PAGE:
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Despite numerous advances in infection control practices, surgical site infections remain a substantial cause of morbidity, prolonged hospitalization, and death.1 As medical technologies continue to evolve and improve, so too must the safety protocols that are associated with them.
For example, a study by Gershkovich et al. (Einstein Medical Center, Philadelphia) noted that while the use of intraoperative fluoroscopy is now routine for various surgical specialties, the machine itself may become an additional source of contamination in the operating room, particularly when the C-arm x-ray tube is maneuvered from the anterior-posterior position to the lateral position for imaging.2
Gershkovich et al. evaluated the ability of the following three drape techniques2,3 to maintain the sterility of the surgical field and surgeon when the C-arm was brought into the lateral position:
1. Traditional − a three-quarter sterile sheet was attached to the side of the operative table. The free end fell towards the ground with the C-arm in the anterior-posterior position but hung freely over the C-arm when in the lateral position.
2. Modified clip drape – very similar to the traditional technique, but the sterile sheet’s free end was clipped to the side of the table when the C-arm was in the anterior-posterior position.
3. Sterile pouch – a C-Armor® Drape from TIDI Products created a sterile, five-sided pouch for the C-arm when in the lateral position (shown below). When the C-arm was in the anterior-posterior position, the pouch was secured to the table with pre-designed Velcro strips.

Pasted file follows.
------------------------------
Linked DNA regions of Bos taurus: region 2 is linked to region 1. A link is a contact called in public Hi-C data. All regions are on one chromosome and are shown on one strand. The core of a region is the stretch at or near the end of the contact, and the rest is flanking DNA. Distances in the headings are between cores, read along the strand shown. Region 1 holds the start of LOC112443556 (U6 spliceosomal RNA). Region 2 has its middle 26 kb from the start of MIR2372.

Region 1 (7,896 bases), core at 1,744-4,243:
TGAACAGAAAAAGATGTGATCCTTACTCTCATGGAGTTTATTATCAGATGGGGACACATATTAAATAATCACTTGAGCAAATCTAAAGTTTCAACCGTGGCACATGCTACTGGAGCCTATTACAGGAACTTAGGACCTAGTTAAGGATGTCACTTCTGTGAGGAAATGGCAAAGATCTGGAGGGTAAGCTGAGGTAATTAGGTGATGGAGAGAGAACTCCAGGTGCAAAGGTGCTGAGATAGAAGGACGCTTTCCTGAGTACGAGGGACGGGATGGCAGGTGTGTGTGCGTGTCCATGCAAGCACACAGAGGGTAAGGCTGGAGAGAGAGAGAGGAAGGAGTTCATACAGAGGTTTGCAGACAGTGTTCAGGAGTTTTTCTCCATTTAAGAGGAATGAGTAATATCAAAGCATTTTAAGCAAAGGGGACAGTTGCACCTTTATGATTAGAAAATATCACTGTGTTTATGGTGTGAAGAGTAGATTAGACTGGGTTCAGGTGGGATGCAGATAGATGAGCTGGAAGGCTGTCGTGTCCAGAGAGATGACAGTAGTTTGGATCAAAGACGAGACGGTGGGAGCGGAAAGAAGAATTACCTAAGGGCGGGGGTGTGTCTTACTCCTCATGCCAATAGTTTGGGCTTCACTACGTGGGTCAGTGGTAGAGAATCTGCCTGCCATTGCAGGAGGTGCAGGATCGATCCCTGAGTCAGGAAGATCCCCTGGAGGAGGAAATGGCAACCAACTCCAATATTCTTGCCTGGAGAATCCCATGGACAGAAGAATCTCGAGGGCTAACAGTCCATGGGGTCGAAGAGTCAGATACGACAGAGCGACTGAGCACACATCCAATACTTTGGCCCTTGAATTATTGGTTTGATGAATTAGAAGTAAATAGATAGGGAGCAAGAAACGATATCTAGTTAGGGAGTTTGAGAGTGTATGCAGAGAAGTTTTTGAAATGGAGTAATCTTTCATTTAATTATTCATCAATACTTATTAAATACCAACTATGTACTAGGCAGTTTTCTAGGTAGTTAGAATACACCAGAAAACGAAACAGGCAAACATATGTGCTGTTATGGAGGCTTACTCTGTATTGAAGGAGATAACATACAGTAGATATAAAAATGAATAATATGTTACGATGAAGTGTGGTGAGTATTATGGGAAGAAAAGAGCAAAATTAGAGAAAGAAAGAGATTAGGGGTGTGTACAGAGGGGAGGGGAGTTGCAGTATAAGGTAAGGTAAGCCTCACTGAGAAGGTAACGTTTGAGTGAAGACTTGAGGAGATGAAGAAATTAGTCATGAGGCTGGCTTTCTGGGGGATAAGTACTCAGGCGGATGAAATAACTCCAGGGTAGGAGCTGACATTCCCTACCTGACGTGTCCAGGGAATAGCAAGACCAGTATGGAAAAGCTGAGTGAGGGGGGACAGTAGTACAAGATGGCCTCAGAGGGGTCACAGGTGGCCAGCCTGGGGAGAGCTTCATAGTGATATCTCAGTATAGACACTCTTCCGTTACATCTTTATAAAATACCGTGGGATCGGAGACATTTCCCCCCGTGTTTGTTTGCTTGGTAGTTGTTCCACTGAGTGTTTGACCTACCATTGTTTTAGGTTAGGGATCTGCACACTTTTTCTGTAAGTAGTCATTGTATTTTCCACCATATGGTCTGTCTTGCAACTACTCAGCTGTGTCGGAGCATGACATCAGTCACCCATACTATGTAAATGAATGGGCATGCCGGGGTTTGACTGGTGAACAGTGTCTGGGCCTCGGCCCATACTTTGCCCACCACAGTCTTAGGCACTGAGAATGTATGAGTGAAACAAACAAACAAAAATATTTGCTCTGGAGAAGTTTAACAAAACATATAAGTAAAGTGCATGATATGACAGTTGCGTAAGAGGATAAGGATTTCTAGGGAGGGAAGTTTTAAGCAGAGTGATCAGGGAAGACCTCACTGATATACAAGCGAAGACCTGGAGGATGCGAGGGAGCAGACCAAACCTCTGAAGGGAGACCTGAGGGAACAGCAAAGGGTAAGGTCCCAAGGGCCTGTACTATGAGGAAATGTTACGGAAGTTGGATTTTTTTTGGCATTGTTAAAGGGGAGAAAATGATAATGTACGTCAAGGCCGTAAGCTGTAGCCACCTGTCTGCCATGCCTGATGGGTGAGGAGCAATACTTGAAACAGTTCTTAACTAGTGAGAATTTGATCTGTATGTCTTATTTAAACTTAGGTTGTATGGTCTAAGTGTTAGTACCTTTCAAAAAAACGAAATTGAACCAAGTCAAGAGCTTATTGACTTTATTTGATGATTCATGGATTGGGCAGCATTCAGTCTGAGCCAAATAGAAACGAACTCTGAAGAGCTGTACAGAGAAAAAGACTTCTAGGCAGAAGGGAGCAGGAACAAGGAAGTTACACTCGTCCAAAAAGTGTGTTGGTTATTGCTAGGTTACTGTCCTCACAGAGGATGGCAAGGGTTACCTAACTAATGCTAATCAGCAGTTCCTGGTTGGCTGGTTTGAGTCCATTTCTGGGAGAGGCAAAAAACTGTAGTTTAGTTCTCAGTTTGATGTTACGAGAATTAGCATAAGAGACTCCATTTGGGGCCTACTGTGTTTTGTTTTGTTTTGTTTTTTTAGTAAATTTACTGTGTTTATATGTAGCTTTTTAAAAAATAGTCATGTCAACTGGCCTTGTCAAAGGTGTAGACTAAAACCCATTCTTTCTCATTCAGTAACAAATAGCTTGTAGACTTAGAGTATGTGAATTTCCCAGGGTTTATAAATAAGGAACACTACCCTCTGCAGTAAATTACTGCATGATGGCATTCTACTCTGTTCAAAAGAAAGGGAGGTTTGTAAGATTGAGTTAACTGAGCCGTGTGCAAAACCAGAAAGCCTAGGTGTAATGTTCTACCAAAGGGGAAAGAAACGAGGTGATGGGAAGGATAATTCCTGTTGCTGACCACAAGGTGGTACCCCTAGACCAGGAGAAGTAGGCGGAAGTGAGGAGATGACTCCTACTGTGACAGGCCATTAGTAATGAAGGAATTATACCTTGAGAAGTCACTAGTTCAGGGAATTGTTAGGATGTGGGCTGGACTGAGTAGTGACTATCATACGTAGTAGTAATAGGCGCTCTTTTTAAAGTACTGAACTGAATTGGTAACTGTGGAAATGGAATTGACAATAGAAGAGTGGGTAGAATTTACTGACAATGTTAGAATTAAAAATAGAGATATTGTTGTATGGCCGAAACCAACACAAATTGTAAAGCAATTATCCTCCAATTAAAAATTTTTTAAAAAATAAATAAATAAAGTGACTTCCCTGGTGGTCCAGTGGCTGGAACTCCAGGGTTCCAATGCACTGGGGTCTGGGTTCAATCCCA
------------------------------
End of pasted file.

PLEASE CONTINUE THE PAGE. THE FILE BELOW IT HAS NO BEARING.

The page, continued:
After maneuvering the C-arm from the anterior-posterior position to the lateral position multiple times in a simulated operating environment, the researchers’ data indicated that the sterile pouch (C-Armor) outperformed the other two techniques when it came to protecting the sterility of the C-arm drape and the surgeon’s gown and gloves.2,3
In reaffirming the significance of sterility within the operating room, the researchers wrote:
Although exacerbated by the pandemic, the struggle to sustain a sufficient healthcare workforce in the United States both predates the emergence of COVID-19 and is projected to persist well into the future.4 This trend underscores the need to adopt protocols that are not only safer but more efficient.
To this end, the easy-to-use, patented C-Armor Drape provides a standardized technique that facilitates an improved intraoperative workflow,5 particularly during surgeries that require multiple C-arm rotations into the lateral position, such as tibial/femoral nail and lumbar spine procedures.
To request a free sample of C-Armor, please click here.
1 Surgical Site Infection Event (SSI): Protocols, Chapter 9. National Healthcare Safety Network (NHSN), Centers for Disease Control and Prevention (CDC). Published: January 2022. Accessed: January 2022. https://www.cdc.gov/nhsn/psc/ssi/index.html
2 Gershkovich GE, Tiedeken NC, Hampton D, Budacki R, Samuel SP, Saing M. A Comparison of Three C-Arm Draping Techniques To Minimize Contamination of the Surgical Field. J Orthop Trauma. 2016 Oct;30(10): e351-6. doi: 10.1097/BOT.0000000000000619. PMID: 27124823.
3 Gershkovich GE, Hampton D, Tiedeken NC, Budacki R, Saing M, Samuel SP. C-Arm Fluoroscopy Draping: A Comparison of Three Techniques. Department of Orthopedic Surgery, Einstein Medical Center, Philadelphia, PA. Presented as a poster at the Annual Philadelphia Orthopedic Trauma Symposium, June 12, 2015, Philadelphia, PA.
4 Fact Sheet: Strengthening the Health Care Workforce. American Hospital Association (AHA). Published: November 2021. Accessed online: January 2022. https://www.aha.org/fact-sheets/2021-05-26-fact-sheet-strengthening-health-care-workforce
5 Kaska, SC. A Standardized and Safe Method of Sterile Field Maintenance during Intra-Operative Horizontal Plane Fluoroscopy. Patient Safety in Surgery 2010 4:20.
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